I was at my parent’s house the other night and I came across a cassette from a read along He-Man book entitled Masters of the Universe: Caverns of Fear.  A very compelling title to say the least.  Well anyway I had the brilliant idea of recording the tape to my computer and making a simple movie of it to post and share here on my blog, why not?  I didn’t have the book but I was able to find scans from the pages on He-Man.org and so I was set, all I needed to do was time the page images with the recorded audio and I’d be in business!  So I did that, I recorded the tracks with a little editing at the beginning and end to cut out the cassette play button noise then just added the pics and stretched them out to go in time with the narration.  Although this is all a pretty simple project it took an hour or two, I’m only working with Windows Movie Maker and it’s not the smoothest of tools.  Anyway I get it all done up, publish it, load it to YouTube no problem.  Then I decide to do a quick search to see where it would end up in the hierarchy of search terms only to find that, yep, you guessed it, there were already about three other versions of Caverns of Fear up on the site. 

Ah well just goes to show you that there are very few original thoughts.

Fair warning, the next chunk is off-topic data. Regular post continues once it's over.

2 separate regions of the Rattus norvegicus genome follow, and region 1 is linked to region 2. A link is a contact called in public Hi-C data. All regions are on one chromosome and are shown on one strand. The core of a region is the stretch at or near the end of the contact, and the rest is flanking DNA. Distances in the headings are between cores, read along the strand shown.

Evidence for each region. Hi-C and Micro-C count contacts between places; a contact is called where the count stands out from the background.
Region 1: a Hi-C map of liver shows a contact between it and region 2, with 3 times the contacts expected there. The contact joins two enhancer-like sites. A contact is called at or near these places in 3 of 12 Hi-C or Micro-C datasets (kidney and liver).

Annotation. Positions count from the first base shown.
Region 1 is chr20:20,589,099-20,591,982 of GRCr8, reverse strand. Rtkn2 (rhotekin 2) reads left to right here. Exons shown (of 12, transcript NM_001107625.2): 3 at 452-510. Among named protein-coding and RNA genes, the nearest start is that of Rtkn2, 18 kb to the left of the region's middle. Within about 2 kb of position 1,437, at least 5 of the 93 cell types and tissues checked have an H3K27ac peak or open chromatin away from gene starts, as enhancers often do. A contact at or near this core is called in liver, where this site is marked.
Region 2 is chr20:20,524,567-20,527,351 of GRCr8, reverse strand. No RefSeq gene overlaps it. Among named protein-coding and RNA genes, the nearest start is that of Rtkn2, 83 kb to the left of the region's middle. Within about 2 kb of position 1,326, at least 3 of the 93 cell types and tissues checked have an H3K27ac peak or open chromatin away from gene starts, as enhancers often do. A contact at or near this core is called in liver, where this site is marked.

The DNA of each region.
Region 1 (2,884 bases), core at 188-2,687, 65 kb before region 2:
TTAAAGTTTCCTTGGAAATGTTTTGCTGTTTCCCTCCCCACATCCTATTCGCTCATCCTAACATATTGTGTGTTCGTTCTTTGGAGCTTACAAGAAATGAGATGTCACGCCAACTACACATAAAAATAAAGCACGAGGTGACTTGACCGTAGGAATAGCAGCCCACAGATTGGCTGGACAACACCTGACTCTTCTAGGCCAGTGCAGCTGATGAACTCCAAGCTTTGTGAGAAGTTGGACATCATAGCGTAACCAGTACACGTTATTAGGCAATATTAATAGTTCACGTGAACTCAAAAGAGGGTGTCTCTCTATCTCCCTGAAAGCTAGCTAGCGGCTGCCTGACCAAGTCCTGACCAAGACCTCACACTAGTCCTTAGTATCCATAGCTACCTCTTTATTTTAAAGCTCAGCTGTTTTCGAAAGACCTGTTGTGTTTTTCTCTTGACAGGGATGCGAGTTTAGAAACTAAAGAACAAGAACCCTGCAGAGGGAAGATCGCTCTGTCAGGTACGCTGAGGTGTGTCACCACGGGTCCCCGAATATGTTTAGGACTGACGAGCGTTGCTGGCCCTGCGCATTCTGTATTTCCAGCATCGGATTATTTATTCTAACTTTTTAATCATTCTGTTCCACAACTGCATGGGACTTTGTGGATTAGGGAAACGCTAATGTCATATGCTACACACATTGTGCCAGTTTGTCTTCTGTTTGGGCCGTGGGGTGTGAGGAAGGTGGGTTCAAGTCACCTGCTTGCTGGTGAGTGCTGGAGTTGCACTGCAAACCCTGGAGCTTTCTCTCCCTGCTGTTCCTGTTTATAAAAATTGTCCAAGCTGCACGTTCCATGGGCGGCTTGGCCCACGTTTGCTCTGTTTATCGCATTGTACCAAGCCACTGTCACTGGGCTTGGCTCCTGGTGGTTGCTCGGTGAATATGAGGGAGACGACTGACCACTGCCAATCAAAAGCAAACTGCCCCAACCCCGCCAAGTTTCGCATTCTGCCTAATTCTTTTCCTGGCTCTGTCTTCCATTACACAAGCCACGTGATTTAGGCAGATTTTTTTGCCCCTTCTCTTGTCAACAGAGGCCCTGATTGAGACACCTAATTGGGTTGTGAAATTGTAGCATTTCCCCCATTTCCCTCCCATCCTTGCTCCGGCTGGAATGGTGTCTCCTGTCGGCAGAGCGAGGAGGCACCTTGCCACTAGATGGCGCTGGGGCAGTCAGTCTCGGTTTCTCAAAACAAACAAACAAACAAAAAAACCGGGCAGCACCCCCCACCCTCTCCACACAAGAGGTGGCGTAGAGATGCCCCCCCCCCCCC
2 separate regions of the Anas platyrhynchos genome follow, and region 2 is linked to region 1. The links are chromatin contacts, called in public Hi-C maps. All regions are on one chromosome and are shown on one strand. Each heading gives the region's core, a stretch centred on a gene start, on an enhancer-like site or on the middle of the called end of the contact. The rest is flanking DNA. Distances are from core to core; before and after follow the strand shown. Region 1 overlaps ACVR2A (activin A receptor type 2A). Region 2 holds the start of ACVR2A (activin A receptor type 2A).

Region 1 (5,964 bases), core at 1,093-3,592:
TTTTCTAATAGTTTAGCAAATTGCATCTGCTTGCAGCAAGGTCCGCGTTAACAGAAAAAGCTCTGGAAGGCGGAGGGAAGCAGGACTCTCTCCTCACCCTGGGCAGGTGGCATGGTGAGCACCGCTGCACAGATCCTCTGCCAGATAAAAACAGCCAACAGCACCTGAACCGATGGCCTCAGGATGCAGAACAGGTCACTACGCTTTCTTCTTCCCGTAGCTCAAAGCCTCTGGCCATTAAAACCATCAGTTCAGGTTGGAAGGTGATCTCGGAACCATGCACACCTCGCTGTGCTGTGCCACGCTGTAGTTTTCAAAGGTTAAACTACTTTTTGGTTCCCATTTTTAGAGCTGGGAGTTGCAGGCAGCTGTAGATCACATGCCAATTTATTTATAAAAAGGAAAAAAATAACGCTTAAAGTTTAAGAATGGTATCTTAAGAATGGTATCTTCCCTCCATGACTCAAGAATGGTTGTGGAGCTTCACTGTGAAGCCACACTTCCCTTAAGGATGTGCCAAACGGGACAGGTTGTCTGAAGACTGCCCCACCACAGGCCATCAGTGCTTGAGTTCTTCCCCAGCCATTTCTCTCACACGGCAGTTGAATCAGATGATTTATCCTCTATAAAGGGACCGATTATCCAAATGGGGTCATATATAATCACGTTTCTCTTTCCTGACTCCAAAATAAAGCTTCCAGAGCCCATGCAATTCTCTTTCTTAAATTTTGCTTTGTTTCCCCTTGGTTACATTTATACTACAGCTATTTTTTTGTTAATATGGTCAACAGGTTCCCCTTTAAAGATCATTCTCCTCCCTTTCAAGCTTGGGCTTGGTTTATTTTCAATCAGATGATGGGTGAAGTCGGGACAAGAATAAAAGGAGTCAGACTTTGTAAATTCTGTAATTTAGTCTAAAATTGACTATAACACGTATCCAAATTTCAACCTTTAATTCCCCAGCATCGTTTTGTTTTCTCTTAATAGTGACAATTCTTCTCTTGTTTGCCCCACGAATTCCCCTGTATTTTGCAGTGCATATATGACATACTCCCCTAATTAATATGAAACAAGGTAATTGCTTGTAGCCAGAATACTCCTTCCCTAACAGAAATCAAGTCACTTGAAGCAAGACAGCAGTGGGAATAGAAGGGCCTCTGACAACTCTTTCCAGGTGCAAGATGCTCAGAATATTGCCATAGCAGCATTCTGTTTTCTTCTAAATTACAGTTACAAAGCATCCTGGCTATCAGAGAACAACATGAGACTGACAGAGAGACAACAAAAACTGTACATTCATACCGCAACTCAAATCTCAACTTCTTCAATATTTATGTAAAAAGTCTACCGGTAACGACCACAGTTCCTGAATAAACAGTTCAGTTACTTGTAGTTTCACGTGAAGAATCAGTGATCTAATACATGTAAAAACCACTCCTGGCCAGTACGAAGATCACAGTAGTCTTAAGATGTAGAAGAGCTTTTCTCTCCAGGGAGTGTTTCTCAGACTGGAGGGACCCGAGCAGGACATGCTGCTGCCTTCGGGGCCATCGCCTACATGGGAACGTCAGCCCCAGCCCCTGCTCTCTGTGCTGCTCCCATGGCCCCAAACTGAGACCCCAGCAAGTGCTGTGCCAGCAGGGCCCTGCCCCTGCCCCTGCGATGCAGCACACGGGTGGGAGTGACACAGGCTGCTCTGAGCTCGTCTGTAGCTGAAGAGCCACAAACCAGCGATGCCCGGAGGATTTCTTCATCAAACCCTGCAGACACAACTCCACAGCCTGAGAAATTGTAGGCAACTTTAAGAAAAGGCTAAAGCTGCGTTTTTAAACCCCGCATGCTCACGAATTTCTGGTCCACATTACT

Regardless I had a good time putting this together, looking over the pages and nostalgically reminiscing about my homemade Masters of the Universe adventures and the memories of reading this book as a kid.  At the time when He-Man and the Masters of the Universe was hitting it big (1983 or so) I was still rather young and wasn’t playing with those types of toys, but just a few years later when I was about 5, I was lucky enough to be the recipient of an entire MOTU collection including Castle Greyskull!  Some older kids who were friends of the family were getting rid of a bunch of their toys and somehow I was lucky enough to be next in line for the hand-me-downs.  I still don’t know how or why this happened, but I was of course extremely appreciative, and this encouraged me to add to the collection afterward asking for He-Man toys for all major gift giving holidays.

In my mind this was my basement playroom as a kid.


Toys have always been my thing, as a kid I loved setting up complex play landscapes in my basement with opposing bases set up across from each other composed of officially licensed toy accessories and my own homemade additions.  Filling the expanse between such fortresses were epic battlegrounds populated by vehicles, cardboard ramps, innocent bystanders (usually some other random toys who somehow became part of the storyline) and the discarded weapons, unattached arms, and other carnage one would expect to find in such an environment.  This was the case not only with my Masters of the Universe toys, but my Ninja Turtles, Transformers, Star Wars, Crash Dummies, and whatever other toys I dealt with.  However I believe I can trace it all back to He-Man and his pals and their unexpected arrival on my doorstep, it was like a real life Toy Story moment.